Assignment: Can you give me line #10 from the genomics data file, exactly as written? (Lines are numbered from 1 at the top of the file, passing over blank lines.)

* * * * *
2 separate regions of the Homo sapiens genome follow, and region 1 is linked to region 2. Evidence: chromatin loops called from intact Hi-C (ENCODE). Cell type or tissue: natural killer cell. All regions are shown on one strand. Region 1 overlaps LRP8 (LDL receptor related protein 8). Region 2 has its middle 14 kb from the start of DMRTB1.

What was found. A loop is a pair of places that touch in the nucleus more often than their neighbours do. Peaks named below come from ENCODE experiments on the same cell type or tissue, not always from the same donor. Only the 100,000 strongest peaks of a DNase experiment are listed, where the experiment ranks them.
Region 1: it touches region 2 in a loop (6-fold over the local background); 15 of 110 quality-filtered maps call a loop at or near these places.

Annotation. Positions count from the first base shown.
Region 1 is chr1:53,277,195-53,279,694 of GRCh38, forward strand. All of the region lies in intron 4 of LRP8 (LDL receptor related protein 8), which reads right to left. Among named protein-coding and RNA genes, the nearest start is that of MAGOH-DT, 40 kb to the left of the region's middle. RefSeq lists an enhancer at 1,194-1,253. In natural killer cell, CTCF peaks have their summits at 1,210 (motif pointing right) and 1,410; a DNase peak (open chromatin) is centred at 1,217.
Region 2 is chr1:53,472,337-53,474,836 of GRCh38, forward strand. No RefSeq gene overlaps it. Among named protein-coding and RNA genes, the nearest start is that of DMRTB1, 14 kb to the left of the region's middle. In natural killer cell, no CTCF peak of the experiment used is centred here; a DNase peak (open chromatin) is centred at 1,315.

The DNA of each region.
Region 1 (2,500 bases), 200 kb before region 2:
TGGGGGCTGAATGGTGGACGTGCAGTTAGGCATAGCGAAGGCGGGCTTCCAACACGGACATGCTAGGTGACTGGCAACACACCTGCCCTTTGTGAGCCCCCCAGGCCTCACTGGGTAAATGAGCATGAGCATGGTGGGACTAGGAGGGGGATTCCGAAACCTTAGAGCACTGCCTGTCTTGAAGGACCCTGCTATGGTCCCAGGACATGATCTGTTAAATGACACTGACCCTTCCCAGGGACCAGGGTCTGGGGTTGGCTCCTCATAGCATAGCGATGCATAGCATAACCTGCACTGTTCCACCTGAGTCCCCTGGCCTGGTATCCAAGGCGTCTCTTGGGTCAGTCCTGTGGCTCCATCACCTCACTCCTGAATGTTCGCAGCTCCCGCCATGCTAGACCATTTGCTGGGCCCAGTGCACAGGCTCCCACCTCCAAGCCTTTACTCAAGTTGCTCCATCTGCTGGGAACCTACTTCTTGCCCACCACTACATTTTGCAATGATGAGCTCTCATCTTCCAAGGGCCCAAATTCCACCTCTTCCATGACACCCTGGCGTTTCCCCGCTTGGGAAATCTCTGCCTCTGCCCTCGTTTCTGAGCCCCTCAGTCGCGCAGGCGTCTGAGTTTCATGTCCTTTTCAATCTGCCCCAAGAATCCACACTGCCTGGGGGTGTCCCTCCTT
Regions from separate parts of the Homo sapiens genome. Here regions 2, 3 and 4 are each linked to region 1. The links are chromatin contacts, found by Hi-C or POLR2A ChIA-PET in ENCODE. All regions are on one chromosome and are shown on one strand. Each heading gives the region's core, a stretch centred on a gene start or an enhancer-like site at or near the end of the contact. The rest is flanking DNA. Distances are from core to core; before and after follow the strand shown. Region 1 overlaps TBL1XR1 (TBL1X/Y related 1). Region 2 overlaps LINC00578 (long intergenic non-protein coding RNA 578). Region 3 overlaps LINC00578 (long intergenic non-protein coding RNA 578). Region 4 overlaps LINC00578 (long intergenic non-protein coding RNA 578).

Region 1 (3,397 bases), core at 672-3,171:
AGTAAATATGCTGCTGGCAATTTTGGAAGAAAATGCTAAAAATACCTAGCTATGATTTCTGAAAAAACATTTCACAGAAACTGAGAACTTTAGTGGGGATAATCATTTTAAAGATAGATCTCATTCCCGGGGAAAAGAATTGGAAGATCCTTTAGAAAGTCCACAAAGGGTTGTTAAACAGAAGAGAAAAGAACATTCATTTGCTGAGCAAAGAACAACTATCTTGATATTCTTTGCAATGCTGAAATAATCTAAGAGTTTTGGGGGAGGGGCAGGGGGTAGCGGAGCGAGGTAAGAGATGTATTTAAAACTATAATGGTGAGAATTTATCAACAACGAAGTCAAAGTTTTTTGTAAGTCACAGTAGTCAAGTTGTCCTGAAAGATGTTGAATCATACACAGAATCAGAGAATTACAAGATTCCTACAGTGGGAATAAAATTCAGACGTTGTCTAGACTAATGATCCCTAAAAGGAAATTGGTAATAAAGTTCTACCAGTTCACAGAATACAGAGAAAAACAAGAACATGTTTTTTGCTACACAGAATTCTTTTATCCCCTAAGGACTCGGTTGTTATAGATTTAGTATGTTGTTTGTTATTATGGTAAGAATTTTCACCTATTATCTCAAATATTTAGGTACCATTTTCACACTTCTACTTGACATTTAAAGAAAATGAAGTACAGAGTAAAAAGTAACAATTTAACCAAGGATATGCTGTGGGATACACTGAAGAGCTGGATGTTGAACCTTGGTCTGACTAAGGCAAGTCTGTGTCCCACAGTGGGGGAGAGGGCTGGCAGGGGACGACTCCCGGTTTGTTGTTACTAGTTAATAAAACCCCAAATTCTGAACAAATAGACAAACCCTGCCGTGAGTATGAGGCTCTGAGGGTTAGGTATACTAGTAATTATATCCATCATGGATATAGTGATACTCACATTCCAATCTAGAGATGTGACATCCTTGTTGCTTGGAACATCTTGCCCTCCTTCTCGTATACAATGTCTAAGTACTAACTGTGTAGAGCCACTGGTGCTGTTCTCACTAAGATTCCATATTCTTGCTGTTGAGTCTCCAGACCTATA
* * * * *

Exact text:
Regions from separate parts of the Homo sapiens genome. Here regions 2, 3 and 4 are each linked to region 1. The links are chromatin contacts, found by Hi-C or POLR2A ChIA-PET in ENCODE. All regions are on one chromosome and are shown on one strand. Each heading gives the region's core, a stretch centred on a gene start or an enhancer-like site at or near the end of the contact. The rest is flanking DNA. Distances are from core to core; before and after follow the strand shown. Region 1 overlaps TBL1XR1 (TBL1X/Y related 1). Region 2 overlaps LINC00578 (long intergenic non-protein coding RNA 578). Region 3 overlaps LINC00578 (long intergenic non-protein coding RNA 578). Region 4 overlaps LINC00578 (long intergenic non-protein coding RNA 578).